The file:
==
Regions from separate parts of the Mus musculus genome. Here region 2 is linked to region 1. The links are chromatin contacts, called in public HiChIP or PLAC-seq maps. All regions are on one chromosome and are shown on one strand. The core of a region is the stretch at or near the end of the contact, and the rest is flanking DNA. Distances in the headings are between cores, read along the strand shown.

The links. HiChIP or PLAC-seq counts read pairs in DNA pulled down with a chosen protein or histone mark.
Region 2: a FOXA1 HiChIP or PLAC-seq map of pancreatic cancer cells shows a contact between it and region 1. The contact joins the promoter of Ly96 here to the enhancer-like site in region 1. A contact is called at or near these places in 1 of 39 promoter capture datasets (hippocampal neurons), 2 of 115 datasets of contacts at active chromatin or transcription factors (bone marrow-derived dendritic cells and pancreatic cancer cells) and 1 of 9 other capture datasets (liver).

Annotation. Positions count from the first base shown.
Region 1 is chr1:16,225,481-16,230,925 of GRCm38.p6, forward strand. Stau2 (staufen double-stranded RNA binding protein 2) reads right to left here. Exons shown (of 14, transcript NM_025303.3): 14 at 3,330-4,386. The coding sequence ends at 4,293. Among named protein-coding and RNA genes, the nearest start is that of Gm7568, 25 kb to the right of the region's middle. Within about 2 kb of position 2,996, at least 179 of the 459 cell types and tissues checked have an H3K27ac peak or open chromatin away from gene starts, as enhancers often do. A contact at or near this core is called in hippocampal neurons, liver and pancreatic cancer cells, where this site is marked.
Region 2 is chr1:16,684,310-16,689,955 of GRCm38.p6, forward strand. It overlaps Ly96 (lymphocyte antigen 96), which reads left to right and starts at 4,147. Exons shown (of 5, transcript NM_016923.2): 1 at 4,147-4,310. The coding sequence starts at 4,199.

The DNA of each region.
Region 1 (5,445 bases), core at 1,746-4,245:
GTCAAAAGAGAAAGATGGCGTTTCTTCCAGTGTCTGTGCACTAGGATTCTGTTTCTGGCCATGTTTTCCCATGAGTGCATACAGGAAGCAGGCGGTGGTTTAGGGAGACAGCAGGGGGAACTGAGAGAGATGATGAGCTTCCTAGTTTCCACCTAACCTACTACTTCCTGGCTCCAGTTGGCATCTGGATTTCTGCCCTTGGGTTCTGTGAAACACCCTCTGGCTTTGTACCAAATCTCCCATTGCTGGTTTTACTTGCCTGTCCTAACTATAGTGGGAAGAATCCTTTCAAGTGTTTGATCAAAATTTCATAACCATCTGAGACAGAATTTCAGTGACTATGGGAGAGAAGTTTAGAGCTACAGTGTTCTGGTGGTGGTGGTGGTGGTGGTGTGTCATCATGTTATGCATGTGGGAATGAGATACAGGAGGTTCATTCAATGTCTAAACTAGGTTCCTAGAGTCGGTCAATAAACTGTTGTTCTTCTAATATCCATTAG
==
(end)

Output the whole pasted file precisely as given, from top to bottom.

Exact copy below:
Regions from separate parts of the Mus musculus genome. Here region 2 is linked to region 1. The links are chromatin contacts, called in public HiChIP or PLAC-seq maps. All regions are on one chromosome and are shown on one strand. The core of a region is the stretch at or near the end of the contact, and the rest is flanking DNA. Distances in the headings are between cores, read along the strand shown.

The links. HiChIP or PLAC-seq counts read pairs in DNA pulled down with a chosen protein or histone mark.
Region 2: a FOXA1 HiChIP or PLAC-seq map of pancreatic cancer cells shows a contact between it and region 1. The contact joins the promoter of Ly96 here to the enhancer-like site in region 1. A contact is called at or near these places in 1 of 39 promoter capture datasets (hippocampal neurons), 2 of 115 datasets of contacts at active chromatin or transcription factors (bone marrow-derived dendritic cells and pancreatic cancer cells) and 1 of 9 other capture datasets (liver).

Annotation. Positions count from the first base shown.
Region 1 is chr1:16,225,481-16,230,925 of GRCm38.p6, forward strand. Stau2 (staufen double-stranded RNA binding protein 2) reads right to left here. Exons shown (of 14, transcript NM_025303.3): 14 at 3,330-4,386. The coding sequence ends at 4,293. Among named protein-coding and RNA genes, the nearest start is that of Gm7568, 25 kb to the right of the region's middle. Within about 2 kb of position 2,996, at least 179 of the 459 cell types and tissues checked have an H3K27ac peak or open chromatin away from gene starts, as enhancers often do. A contact at or near this core is called in hippocampal neurons, liver and pancreatic cancer cells, where this site is marked.
Region 2 is chr1:16,684,310-16,689,955 of GRCm38.p6, forward strand. It overlaps Ly96 (lymphocyte antigen 96), which reads left to right and starts at 4,147. Exons shown (of 5, transcript NM_016923.2): 1 at 4,147-4,310. The coding sequence starts at 4,199.

The DNA of each region.
Region 1 (5,445 bases), core at 1,746-4,245:
GTCAAAAGAGAAAGATGGCGTTTCTTCCAGTGTCTGTGCACTAGGATTCTGTTTCTGGCCATGTTTTCCCATGAGTGCATACAGGAAGCAGGCGGTGGTTTAGGGAGACAGCAGGGGGAACTGAGAGAGATGATGAGCTTCCTAGTTTCCACCTAACCTACTACTTCCTGGCTCCAGTTGGCATCTGGATTTCTGCCCTTGGGTTCTGTGAAACACCCTCTGGCTTTGTACCAAATCTCCCATTGCTGGTTTTACTTGCCTGTCCTAACTATAGTGGGAAGAATCCTTTCAAGTGTTTGATCAAAATTTCATAACCATCTGAGACAGAATTTCAGTGACTATGGGAGAGAAGTTTAGAGCTACAGTGTTCTGGTGGTGGTGGTGGTGGTGGTGTGTCATCATGTTATGCATGTGGGAATGAGATACAGGAGGTTCATTCAATGTCTAAACTAGGTTCCTAGAGTCGGTCAATAAACTGTTGTTCTTCTAATATCCATTAG